The Diviners is like an epic mystery highlighting an important and wondrous period in New York's rich history. Copious amounts of glitter, glamour, and 1920's female sass fill the pages and mix together with a supernatural murder mystery that spans decades to create something huge. And it is huge, judging by its page length. The length provides extensive detail, backstory, and mystery for the reader, but the reader will have to stick with it, stick with the snippits of secrets and the shifts between different main and supporting characters to reach the end.
A compliment I can give to Libba Bray is that the entire book, not just certain characters or locations or events, read like it came out of New York in the 1920's. The voices of the characters and the tone of the book both sound so authentic, down to the little mannerisms and the slang words. And there are lots of characters with their own little authentic mannerisms. The summary is a little misleading, the book isn't all about Evie and her experience with the mysterious killings, but it possible that it comes with the third person point of view and the length of the book, objectively being shown multiple sides of the story but not revealing everything. It moves moment by moment, only showing the readers as much as they need until the end.
I was surprised at how dark and dangerous the paranormal side turned out to be, how evil the shadows could be. Taking Evie and her happy-go-lucky life's a party attitude into account, the book was far darker than I expected. It was an exciting surprise for me, but I'm not sure how other readers will feel.
Evie and her adventures do take up a fair amount of the book, but there's also Memphis and his less than legal dealings and his less than happy home life. Then there's the greater side characters, Evie's friends and her uncle. Then there's the dark shadowed side committing gruesome murders. Then there's the lesser side characters, the few who appear only half a dozen times who have their moments which either continue the story, filling a small gap, or set up a slew of questions that might be answered in a future book.
The length of the book and the weaving in of the paranormal and the intrigue make me curious about the author's outlining process. It's such a complicated and heavily-plotted out book, I can only imagine the amount of outlining and world-building, the background research that had to be looked up. There are hints of connections with everything and everyone. Evie, Sam, Theta, Memphis, Jericho. Almost everyone that's mentioned has a connection to someone else, to the murders, to what's happened and what's to come.
Enough was given and and enough was held back to set up what's to come in the series, but there's a lot to remember. So many characters are important, main and side characters, and they all have secrets of their own so there's no way of knowing which will shape the rest of the series and which won't. Before the next book comes out, a re-read of this first book might be in order.(less)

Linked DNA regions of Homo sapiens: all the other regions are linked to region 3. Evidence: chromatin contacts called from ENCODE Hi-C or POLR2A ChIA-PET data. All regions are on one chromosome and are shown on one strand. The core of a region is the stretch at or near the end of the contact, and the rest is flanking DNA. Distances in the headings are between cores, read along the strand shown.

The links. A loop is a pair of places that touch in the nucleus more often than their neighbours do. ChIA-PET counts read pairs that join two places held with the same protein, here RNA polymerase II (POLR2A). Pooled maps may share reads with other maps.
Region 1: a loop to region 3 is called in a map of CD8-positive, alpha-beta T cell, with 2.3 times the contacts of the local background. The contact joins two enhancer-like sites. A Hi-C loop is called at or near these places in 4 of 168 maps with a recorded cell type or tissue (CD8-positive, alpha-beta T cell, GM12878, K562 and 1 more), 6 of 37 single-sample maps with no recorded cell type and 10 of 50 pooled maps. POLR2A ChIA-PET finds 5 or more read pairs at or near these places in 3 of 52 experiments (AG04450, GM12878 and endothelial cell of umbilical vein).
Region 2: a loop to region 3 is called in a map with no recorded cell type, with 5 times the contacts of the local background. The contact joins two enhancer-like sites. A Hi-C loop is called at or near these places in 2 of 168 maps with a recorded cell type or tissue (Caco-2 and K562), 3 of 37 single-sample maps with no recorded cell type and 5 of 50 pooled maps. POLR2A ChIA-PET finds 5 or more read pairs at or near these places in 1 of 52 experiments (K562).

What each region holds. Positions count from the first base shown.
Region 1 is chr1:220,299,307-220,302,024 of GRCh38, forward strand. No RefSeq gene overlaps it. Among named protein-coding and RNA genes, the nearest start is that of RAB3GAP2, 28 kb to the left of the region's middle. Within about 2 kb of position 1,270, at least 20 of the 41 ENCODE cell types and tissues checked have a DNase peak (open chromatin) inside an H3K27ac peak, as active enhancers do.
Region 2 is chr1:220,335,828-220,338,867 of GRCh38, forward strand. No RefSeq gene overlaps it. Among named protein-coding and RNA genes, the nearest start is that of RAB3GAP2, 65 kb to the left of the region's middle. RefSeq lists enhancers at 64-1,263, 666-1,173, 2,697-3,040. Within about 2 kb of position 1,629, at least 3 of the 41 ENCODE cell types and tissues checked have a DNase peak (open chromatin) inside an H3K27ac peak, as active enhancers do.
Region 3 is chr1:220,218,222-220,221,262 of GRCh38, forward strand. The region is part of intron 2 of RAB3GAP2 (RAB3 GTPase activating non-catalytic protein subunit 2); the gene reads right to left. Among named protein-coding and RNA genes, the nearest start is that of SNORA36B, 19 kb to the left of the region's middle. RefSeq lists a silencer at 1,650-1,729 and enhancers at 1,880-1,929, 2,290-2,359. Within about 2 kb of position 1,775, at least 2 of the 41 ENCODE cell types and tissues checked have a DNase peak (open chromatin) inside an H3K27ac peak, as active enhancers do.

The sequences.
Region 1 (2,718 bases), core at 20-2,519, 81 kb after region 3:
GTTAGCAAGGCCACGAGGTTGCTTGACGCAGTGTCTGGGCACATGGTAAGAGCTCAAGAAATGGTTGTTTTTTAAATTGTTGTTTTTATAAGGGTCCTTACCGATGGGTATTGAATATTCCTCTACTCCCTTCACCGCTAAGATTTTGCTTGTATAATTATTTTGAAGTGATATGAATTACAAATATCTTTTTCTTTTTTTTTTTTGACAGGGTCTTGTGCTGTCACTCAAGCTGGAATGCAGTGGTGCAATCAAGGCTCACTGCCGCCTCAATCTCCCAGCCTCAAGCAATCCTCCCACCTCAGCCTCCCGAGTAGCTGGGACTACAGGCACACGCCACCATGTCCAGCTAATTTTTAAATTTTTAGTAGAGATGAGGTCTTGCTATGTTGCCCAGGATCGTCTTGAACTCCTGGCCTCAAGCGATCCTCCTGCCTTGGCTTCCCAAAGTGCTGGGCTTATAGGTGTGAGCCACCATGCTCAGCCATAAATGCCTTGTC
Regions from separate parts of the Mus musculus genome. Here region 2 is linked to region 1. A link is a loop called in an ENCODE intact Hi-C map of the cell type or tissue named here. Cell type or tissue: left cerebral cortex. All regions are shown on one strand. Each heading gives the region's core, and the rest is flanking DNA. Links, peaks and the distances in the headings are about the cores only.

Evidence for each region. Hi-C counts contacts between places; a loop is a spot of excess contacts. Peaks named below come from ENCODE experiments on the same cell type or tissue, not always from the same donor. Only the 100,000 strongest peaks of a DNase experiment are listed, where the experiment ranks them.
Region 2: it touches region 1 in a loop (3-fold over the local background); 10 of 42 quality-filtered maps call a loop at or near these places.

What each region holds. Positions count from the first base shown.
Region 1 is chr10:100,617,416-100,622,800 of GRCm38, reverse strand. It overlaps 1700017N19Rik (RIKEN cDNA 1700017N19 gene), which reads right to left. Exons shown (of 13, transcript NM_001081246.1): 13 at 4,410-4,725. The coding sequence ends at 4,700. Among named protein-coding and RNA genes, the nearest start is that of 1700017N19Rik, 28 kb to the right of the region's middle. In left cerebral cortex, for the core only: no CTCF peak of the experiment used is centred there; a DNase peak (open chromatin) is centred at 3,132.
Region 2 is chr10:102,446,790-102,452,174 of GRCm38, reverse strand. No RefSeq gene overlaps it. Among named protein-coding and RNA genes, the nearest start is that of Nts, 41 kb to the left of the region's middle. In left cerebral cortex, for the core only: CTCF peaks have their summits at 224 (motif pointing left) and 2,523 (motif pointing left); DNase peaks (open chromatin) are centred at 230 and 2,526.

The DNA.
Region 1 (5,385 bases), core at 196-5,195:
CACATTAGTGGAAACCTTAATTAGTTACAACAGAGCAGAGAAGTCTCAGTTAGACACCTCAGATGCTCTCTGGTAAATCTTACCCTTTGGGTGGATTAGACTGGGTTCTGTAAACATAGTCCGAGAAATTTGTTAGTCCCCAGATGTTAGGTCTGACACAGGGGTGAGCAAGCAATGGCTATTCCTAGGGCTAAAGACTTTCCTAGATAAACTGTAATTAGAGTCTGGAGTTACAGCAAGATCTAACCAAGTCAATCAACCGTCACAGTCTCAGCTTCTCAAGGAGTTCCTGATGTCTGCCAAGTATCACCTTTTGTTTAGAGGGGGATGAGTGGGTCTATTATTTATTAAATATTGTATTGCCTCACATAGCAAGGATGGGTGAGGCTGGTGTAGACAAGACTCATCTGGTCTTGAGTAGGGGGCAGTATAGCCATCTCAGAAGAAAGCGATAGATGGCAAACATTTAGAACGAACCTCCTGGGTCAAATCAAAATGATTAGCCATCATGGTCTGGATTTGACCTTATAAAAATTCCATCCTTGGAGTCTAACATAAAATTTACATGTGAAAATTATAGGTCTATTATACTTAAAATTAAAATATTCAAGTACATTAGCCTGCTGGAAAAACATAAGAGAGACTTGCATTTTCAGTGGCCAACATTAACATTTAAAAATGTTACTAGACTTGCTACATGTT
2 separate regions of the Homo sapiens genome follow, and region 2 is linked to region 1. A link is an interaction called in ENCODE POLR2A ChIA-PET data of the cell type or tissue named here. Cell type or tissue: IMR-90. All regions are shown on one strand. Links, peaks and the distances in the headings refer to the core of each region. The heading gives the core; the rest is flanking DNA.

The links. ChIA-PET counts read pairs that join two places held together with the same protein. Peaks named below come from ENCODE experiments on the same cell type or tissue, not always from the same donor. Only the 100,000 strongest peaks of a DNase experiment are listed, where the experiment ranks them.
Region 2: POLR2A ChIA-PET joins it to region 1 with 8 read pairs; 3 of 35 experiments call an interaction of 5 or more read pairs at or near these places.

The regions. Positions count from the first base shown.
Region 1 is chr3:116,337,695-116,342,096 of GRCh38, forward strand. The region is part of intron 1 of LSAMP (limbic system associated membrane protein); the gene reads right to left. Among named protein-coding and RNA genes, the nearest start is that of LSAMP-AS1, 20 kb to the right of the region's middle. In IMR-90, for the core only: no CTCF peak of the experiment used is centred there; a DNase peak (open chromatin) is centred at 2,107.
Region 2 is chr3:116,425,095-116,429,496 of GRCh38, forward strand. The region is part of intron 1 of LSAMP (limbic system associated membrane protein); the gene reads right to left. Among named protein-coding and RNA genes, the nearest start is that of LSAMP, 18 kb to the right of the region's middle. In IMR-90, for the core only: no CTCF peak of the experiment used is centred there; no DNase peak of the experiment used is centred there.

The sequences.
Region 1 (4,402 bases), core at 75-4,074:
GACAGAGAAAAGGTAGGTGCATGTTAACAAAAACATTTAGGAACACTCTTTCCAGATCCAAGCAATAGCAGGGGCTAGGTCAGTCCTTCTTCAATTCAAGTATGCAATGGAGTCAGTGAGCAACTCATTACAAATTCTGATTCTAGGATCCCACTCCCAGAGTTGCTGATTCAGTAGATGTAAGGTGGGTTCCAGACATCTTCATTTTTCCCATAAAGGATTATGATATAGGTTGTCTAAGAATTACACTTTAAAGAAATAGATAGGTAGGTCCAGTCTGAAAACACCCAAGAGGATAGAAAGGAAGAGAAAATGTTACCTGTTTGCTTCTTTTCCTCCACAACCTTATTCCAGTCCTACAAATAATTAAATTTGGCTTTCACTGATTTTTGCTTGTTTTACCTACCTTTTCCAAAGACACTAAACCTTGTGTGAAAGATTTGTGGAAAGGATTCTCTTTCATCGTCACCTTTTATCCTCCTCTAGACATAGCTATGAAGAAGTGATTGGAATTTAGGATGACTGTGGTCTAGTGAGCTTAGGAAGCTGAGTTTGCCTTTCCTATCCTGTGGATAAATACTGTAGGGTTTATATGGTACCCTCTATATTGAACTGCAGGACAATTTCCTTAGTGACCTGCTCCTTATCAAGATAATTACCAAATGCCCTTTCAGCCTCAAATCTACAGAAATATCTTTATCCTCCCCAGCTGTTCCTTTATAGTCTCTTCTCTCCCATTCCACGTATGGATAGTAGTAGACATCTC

Mara Dyer doesn't think life can get any stranger that waking up in a hospital with no memory of how she got there. It can. She believes there's more...moreMara Dyer doesn't think life can get any stranger that waking up in a hospital with no memory of how she got there. It can. She believes there's more to the accident she can't remember that killed her friends but left her unharmed. There is. She doesn't believe that after everything she's been through, she can fall in love. She's wrong.
The Unbecoming of Mara Dyer is a mysterious and compelling debut with question after question arising in the reader's mind. Unreliable, Mara Dyer attempts to navigate her life after a brutal accident, attempts to put together the fractured pieces of herself. The reader is left floundering, head barely above the water, but Mara herself is in the same boat. How can we trust her when even she doesn't know what happened? When anything could be a lie, crafted by Mara's own mind to hide the most fragile part of her psyche from the absolute and honest truth?
Attempting to understand this book defies logic and reason. I felt the plot was more revealed than explained, more discovered than understood. There are things, little moments, people, places, that cropped up over and over, that made me wonder, made me question Mara and what was happening to her, where it was happening to her.
And Noah. Such a contradiction. Rumours of him being easier than a two-piece puzzle roam and wander through the school hallways and yet his eyes are full of Mara, he's all about Mara. What totally gorgeous and supposedly self-absorbed guy does that? Nothing is as it seems in this book.
As I write this, it's after midnight on September 17th. I honestly want to re-read this book in a week and see what I think of it then. So I'm going to.
September 25: I've read it again. It's still mysterious, still thrilling, and still fills my mind with questions. We are given one side of a story, the story of a girl suffering after a tragedy and with gaps in her memory, but is it the truth? How are we supposed to trust her? Mara Dyer isn't even her real name.
Every event that occurs, every word that's spoken, every seemingly insignificant detail is suspicious. Everything is suspect until the truth is discovered, until we learn who Mara Dyer is, and what happened that night her friends were killed. Memory, perception, truth and lies. This book will make you question it long after you turn the last page. You might even question the world around you, wonder if what you're experiencing is reality and not fiction.(less)